Wednesday, August 18, 2010

Women's Suffrage Destroys Domestic Tranquility and Leads to a Deterioration of the Nation

Happy 80th Birthday Women's Suffrage!

On August 18, 1920, women were granted the right to vote in the USA when the 19th Amendment to the Constitution was ratified.

This was a time of great political upheaval, and the idea of women's suffrage was being discussed and soon being granted among most European countries. However, "no country in the Mediterranean Basin (Spain, France, Italy, Albania, Yugoslavia, Turkey, and Greece), Asia (except Russia), Africa or the Middle East recognized women’s suffrage."

The issue began being discussed in Palestine after the 1917 Balfour Declaration. Many turned to Rav Abraham Ha-Kohen Kook — the Chief Ashkenazic Rabbi of Jerusalem — for his decision. "To the shock of many", he announced his unequivocal opposition to women's suffrage. And this opposition was - he claimed - "the unanimous voice of all Jewish culture and halakhah." To Kook, the idea of suffrage was not only a betrayal of Jewish ideals, but also represented a trend towards accepting European culture which he claimed was defunct in both morality and purity of virtue. Kook supported a boycott by religious Jews in the 1920 elections unless women were barred from the electoral process.

Rav BenZion Meir Uziel - the Chief Sephardic Rabbi of Jaffa - composed a responsum in 1920, strongly supported for women’s suffrage for religious, moral and political grounds. "Out of respect for Rav Kook, he never identified his intellectual adversary, but it is clear that much of his teshuvah is a point-by-point rebuttal of arguments Rav Kook had raised in the two letters."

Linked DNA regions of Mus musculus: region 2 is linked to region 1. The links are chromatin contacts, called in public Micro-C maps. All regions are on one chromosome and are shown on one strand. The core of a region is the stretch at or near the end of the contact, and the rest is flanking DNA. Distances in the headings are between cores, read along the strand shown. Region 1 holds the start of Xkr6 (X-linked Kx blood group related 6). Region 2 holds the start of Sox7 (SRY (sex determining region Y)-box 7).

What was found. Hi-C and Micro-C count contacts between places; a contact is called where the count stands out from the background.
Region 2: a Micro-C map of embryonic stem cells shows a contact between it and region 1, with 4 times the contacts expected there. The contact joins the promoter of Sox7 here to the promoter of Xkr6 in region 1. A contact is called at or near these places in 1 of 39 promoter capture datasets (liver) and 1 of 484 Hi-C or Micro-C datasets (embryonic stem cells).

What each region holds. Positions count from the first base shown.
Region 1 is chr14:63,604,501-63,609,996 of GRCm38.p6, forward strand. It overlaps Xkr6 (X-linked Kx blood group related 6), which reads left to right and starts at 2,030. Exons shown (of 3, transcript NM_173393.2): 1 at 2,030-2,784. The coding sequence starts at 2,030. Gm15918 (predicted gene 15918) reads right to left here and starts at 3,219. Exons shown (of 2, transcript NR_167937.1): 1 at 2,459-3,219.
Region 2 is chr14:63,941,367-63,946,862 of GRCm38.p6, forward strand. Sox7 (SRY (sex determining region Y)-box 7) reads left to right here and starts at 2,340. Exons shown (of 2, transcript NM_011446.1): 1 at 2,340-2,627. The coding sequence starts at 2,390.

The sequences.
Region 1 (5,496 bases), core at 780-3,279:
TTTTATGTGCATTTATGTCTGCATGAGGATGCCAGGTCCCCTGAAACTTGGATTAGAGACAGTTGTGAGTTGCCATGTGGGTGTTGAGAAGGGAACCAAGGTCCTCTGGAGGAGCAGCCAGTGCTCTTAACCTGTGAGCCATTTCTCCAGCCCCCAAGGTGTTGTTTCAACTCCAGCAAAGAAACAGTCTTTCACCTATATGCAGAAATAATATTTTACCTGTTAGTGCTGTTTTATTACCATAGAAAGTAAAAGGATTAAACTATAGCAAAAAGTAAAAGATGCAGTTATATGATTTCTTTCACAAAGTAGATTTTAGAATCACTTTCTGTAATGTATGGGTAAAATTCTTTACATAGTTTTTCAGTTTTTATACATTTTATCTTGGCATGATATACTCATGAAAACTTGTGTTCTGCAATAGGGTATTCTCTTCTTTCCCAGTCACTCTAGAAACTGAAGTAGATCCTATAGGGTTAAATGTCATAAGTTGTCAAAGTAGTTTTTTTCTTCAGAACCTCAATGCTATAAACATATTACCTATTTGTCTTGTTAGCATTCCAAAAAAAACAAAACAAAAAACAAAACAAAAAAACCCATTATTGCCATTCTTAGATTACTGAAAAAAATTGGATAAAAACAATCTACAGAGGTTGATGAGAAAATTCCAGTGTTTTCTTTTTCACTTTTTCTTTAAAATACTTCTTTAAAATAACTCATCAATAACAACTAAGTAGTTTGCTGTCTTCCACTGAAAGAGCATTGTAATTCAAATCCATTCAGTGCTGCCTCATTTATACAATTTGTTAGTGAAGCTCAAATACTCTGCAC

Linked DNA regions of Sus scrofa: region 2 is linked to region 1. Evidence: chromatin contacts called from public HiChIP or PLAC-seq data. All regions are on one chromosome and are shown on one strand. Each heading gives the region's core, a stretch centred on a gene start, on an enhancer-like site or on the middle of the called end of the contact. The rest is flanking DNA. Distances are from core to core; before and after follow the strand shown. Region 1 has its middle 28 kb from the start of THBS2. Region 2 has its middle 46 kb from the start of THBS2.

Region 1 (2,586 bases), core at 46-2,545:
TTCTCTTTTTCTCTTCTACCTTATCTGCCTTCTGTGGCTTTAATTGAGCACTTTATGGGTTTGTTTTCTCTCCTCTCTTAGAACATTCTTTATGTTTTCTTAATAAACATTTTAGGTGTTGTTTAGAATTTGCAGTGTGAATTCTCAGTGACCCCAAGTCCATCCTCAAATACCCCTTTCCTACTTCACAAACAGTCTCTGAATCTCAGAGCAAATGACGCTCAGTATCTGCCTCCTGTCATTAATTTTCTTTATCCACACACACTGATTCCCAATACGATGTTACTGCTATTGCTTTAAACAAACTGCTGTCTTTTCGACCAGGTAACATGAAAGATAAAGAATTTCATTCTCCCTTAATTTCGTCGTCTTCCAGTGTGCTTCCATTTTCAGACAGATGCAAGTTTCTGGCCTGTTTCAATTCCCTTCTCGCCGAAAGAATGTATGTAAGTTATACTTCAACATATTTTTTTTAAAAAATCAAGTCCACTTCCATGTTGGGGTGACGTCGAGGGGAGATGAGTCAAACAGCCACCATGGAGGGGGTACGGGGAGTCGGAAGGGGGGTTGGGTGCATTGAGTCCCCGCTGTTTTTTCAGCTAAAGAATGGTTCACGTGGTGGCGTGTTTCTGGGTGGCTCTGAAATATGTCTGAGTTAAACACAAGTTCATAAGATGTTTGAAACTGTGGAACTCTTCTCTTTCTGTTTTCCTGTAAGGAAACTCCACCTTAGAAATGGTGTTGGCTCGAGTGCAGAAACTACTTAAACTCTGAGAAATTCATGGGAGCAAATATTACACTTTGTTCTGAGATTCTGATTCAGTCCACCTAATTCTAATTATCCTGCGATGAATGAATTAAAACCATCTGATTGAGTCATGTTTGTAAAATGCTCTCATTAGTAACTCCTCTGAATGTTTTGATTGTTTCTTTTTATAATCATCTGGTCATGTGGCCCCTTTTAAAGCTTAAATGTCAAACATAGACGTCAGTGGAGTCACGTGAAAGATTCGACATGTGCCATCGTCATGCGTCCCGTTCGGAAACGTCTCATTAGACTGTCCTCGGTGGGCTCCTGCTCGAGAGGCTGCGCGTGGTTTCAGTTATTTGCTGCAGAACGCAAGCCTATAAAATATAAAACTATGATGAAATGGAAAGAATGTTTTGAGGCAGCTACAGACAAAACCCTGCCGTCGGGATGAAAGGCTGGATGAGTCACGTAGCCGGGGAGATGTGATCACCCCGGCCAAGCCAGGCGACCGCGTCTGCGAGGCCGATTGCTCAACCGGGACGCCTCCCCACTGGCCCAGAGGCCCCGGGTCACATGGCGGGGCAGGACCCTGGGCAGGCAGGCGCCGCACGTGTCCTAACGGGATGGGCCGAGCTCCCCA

R. Kook's first letter can be summed up with this quote:
Regarding the law, I have nothing to add to the words of the rabbis who came before me. In the Torah, in the Prophets, and in the Writings, in the halakhah and in the aggadah, we hear a single voice: that the duty of fixed public service falls upon men, for “It is a man’s manner to dominate and not a woman’s manner to dominate” (Yevamot 65b), and that roles of office, of judgment, and of testimony are not for her, for “all her honor is within” (Ps. 45:14).
His second letter is even more of a blockbuster and I really have to excerpt a lengthy section of it.
We believe our outlook on the life of society is more delicate and pure than that of the other civilized nations in general. Our family is sacred to us in a much deeper way than it is to all the modern world, and this is the basis of the happiness and dignity of the Woman of Israel. In other nations, the family is not the foundation of the nation, nor is it as stable and deep as it is amidst us. For this reason, they are not so taken aback by the cracks in family life, and the consequences of those breaks will not cause such harm to their national life. The psychological basis for calling for public participation in elections by the name of “women’s rights” arises fundamentally from the unhappy position of the mass of women amidst these nations. If their family situation had been as peaceful and dignified as it is generally in Israel, the women themselves, as well as men of science, morality and high ideals, would not demand what they call “rights” of suffrage for women, in the common fashion, a step that might spoil domestic tranquility (shalom bayit) and ultimately lead to a great deterioration of political and national life in general.

But out of their desperation and bitterness, the result of male coarseness that spoils family life, the women of other nations thought to receive, through some public empowerment, help in ameliorating their wretched situation at home, without regard to the further breaches made thereby, since those breaches are so numerous. We have not descended, and shall not descend, to such a state, and will not want to see our sisters in such a low state. The home for us remains a dwelling place of holiness, and we dare not obliterate the splendor of our sisters’ lives, and embitter them through exposure to the din of opinions and disputation that are characteristic of electoral matters and political questions.